Today it became clear that the Left is fueling a great bit of hate themselves, and for what purpose?

Political power?

So the country can be molded to their personal vision?

This country is greater than you and me.

Let’s deal in facts, People.

Let’s respect one another.

Let’s hold our founding documents in reverence and respect and work within the system.

Let’s put a priority on truth and hold those politicians accountable who are found lying.

Newsflash: They all lie – including our current and former President.

Let’s drop the double standards and deal with the issues straight up – with integrity and intelligence.

But today, let’s pray for the hurt, the physically injured and our fellow Americans dealing with emotional pain that led to this tragic day.

We’ll pick up the pieces tomorrow.

-John Anchor

Political Factions

Federalist Paper No. 10, authored by James Madison, is dedicated to the defense of the United States against factions, which he calls a “dangerous vice”.

Madison defines a faction as “a number of citizens…who are united and actuated by some common impulse of passion, or of interest, adversed to the rights of other citizens, or to the permanent and aggregate interests of the community.”

He says factions are inevitable: “As long as the reason of man continues fallible, and he is at liberty to exercise it, different opinions will be formed.”

So do we have an issue with factions today?

Class warfare comes to mind, in so much as we have politicians attempting to pit one segment of our population against the rest based on a single issue of wealth. One could argue that those who buy the false narrative of the rich not paying their fair share of taxes constitute a faction adverse to the aggregate interests of the United States economy.

Unfortunately, this has been true since the founding of our country. Madison: “But the most common and durable source of factions has been the various and unequal distribution of property.”

Sounds like us, right?

This becomes especially true and dangerous if politicians are pushing such narratives for the sole purpose of obtaining or holding on to political power. Of course, political parties themselves represent factions who far too often give the appearance looking out only for the interests of their party and not the common good of the United States and her citizens.

Madison writes: “A zeal for different opinions concerning religion, concerning government, and many other points, as well of speculation as of practice; an attachment to different leaders ambitiously contending for pre-eminence and power; or to persons of other descriptions whose fortunes have been interesting to the human passions, have, in turn, divided mankind into parties, inflamed them with mutual animosity, and rendered them much more disposed to vex and oppress each other than to co-operate for their common good.”

It’s a problem, it’s existed since the nation’s founding, and it’s one that threatens our very democracy.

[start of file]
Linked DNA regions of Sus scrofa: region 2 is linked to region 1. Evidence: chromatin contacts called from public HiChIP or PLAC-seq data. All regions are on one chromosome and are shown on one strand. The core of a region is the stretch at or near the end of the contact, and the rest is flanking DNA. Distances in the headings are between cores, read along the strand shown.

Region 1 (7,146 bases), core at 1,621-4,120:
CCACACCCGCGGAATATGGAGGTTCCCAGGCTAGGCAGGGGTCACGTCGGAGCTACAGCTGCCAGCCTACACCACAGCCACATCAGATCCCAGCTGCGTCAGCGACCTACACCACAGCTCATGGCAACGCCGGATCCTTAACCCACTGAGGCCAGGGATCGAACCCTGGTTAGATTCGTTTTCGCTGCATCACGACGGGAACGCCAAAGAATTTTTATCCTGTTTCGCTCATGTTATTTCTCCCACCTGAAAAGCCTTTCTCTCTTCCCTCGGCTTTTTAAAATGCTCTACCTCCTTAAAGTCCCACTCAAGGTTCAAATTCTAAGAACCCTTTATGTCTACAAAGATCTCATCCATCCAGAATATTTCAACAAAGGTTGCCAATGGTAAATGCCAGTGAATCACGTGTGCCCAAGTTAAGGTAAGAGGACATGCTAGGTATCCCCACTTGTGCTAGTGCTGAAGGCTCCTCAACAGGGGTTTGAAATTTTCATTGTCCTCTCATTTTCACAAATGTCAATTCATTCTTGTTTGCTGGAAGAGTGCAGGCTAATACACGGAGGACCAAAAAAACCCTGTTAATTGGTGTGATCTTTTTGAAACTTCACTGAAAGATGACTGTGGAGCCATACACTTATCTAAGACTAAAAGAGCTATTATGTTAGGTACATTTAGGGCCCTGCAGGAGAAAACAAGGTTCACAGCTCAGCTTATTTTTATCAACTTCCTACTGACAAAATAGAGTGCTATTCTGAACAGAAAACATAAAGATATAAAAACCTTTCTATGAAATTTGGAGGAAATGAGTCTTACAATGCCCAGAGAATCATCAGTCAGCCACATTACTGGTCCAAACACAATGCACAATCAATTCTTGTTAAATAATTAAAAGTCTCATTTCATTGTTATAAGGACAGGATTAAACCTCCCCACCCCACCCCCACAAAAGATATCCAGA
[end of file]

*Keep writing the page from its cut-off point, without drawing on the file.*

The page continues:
Madison again: “The instability, injustice, and confusion introduced into the public councils, have, in truth, been the mortal diseases under which popular governments have everywhere perished; as they continue to be the favorite and fruitful topics from which the adversaries to liberty derive their most specious declamations.”

So what do we do about it?

Fortunately for us, it’s a problem for which our founders prepared, having designed our Constitution with the tendencies of human nature in mind.

They knew trust in a single politician is not the answer: “It is in vain to say that enlightened statesmen will be able to adjust these clashing interests, and render them all subservient to the public good. Enlightened statesmen will not always be at the helm.”

They knew a majority rule democracy is not the answer: “Theoretic politicians, who have patronized this species of government, have erroneously supposed that by reducing mankind to a perfect equality in their political rights, they would, at the same time, be perfectly equalized and assimilated in their possessions, their opinions, and their passions.”

Okay. So what DO we do about it?

According to James Madison: “There are two methods of curing the mischiefs of faction: the one, by removing its causes; the other, by controlling its effects.”

We’ve already established the causes of factions to be the fallibility of man and the liberty to exercise it. We can’t control one, and removing freedom would create a problem worse than the cure. So, we’re left with controlling its effects.

James Madison: “A republic, by which I mean a government in which the scheme of representation takes place, opens a different prospect, and promises the cure for which we are seeking.”

He elaborates: “The influence of factious leaders may kindle a flame within their particular States, but will be unable to spread a general conflagration through the other States.”

Examples: “A rage for paper money, for an abolition of debts, for an equal division of property, or for any other improper or wicked project, will be less apt to pervade the whole body of the Union than a particular member of it; in the same proportion as such a malady is more likely to taint a particular county or district, than an entire State.”

A republic, Madison explains, by keeping politics local and within divisions, prevents popular movements from spreading quickly. This aids in keeping factions in check.

How do we differ from Federalist Paper No. 10?

Unlike the Constitution James Madison defends in Federalist Paper No. 10, we elect our Senators, since 1913, by direct vote rather than by state legislatures. Our population has also grown considerably, so each politician represents a greater number of citizens. We also live with a 24-hour news cycle in the age of social media. News travels fast, and inaccurate information spreads quickly.

It is therefore as important as ever to ensure as much political activity as possible is managed at the local level where citizens know their representatives and can more easily have their ear. We should keep the electoral college in place to prevent a few large cities from controlling our presidential election. And, most importantly, we should individually make certain our opinions, decisions, and communications are deliberate and based in factual knowledge.

By these means, we can still, even in our age, control the effects of political factions.

-John Anchor

Voter Turnout in America

Growing up, I listened for years to everyone from teachers to the media cry about how low voter turnout is in America.